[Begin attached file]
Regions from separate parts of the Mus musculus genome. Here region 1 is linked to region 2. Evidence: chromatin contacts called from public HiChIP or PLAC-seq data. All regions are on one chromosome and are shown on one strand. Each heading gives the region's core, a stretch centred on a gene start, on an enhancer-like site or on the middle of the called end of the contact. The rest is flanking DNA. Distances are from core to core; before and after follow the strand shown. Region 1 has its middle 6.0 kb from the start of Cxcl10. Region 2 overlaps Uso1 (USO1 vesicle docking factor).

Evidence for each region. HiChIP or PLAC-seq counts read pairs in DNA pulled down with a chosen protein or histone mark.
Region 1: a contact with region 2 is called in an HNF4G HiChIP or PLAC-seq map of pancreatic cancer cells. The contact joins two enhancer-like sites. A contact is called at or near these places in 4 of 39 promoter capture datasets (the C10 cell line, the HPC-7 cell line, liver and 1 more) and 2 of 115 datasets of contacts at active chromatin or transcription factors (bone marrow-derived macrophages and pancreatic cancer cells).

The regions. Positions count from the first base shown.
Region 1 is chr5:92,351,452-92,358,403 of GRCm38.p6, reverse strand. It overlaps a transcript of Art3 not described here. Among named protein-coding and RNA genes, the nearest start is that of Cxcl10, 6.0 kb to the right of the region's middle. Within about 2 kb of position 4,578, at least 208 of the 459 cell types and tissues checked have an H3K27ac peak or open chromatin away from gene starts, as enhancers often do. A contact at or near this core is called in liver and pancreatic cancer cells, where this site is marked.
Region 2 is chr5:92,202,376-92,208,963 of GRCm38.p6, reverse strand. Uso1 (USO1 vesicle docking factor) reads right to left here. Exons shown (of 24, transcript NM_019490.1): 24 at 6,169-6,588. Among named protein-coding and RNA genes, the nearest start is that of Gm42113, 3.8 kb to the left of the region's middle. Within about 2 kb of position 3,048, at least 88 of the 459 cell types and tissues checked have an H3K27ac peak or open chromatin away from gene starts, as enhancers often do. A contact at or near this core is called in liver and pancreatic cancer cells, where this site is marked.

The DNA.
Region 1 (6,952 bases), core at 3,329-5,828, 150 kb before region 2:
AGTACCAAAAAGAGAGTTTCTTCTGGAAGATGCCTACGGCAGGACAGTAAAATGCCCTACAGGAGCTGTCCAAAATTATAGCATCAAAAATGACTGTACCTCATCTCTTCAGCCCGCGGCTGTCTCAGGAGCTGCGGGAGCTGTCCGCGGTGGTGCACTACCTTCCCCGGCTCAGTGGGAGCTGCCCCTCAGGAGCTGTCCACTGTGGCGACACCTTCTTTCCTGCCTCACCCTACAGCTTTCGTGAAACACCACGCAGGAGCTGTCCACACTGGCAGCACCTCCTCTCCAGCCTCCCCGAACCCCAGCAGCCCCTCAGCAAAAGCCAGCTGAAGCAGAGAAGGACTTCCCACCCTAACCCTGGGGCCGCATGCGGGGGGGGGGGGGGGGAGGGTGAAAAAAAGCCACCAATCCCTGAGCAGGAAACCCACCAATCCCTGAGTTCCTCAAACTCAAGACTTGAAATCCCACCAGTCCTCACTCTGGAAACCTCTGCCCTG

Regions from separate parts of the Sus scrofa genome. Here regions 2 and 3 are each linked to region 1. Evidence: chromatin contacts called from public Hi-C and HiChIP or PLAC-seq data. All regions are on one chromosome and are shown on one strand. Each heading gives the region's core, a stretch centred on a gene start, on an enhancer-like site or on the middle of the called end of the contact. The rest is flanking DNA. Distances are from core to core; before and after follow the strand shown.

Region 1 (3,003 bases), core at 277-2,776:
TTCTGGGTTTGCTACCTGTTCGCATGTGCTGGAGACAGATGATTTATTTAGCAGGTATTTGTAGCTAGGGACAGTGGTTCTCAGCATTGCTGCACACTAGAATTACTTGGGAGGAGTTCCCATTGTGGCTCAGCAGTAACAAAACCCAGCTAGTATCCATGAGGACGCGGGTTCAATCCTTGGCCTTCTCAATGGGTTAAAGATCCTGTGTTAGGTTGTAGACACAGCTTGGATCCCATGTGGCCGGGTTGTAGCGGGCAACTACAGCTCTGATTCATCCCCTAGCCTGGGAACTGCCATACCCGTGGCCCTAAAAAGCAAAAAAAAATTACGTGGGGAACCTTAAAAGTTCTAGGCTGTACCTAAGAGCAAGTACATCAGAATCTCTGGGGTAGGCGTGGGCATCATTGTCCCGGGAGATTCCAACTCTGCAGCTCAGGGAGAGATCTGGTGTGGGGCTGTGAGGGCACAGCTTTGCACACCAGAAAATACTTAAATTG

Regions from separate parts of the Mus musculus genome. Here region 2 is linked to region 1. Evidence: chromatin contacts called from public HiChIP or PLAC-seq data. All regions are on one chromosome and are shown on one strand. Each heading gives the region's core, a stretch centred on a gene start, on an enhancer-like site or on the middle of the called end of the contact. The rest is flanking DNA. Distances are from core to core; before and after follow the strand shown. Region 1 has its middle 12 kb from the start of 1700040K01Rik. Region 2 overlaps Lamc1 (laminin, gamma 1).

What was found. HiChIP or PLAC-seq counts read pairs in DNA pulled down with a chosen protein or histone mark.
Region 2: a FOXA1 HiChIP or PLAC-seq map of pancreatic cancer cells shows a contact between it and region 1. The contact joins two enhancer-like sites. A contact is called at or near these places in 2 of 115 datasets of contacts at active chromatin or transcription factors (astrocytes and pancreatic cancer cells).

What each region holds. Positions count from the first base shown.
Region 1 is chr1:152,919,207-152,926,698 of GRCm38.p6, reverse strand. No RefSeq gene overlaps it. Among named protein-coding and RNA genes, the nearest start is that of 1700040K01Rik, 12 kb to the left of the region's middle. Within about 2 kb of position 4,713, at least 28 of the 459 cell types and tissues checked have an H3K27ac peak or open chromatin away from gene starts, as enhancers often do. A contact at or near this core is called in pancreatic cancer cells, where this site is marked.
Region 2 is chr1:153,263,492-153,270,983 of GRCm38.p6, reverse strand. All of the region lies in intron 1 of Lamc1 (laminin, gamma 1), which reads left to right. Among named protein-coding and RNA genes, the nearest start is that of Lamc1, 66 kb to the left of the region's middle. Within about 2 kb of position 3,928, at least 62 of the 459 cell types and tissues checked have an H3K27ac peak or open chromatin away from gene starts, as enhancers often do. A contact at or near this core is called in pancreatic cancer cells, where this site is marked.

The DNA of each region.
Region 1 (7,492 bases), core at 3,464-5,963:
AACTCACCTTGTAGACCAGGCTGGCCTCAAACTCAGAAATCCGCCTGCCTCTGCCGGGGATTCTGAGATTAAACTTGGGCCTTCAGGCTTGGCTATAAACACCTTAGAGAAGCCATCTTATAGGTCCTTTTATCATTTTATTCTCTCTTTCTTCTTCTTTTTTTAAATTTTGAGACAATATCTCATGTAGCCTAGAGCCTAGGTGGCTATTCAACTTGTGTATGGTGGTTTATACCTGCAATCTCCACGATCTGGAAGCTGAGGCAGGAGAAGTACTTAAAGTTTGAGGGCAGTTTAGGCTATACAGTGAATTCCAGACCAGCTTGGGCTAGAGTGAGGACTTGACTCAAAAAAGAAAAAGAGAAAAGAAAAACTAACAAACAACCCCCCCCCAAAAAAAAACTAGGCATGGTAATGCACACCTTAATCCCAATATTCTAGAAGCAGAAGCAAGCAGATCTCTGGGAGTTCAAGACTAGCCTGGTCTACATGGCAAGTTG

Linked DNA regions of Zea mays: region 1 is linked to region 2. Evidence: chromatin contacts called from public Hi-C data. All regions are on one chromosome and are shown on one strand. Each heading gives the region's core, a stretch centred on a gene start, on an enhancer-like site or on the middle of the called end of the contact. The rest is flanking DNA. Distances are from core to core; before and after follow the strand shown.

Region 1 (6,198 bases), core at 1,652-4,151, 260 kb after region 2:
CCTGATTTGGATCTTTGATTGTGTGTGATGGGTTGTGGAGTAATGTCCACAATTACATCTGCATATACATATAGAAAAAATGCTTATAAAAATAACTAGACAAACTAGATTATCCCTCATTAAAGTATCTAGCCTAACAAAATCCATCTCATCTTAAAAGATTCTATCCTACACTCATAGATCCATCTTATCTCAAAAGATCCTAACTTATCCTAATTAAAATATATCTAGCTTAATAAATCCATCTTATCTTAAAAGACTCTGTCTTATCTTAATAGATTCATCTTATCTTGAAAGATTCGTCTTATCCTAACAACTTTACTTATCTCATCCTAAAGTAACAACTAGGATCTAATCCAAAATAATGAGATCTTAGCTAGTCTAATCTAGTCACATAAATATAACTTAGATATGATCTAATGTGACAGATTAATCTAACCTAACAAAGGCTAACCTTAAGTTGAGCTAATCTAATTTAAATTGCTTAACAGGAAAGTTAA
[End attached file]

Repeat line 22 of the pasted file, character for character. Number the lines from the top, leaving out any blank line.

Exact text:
Linked DNA regions of Zea mays: region 1 is linked to region 2. Evidence: chromatin contacts called from public Hi-C data. All regions are on one chromosome and are shown on one strand. Each heading gives the region's core, a stretch centred on a gene start, on an enhancer-like site or on the middle of the called end of the contact. The rest is flanking DNA. Distances are from core to core; before and after follow the strand shown.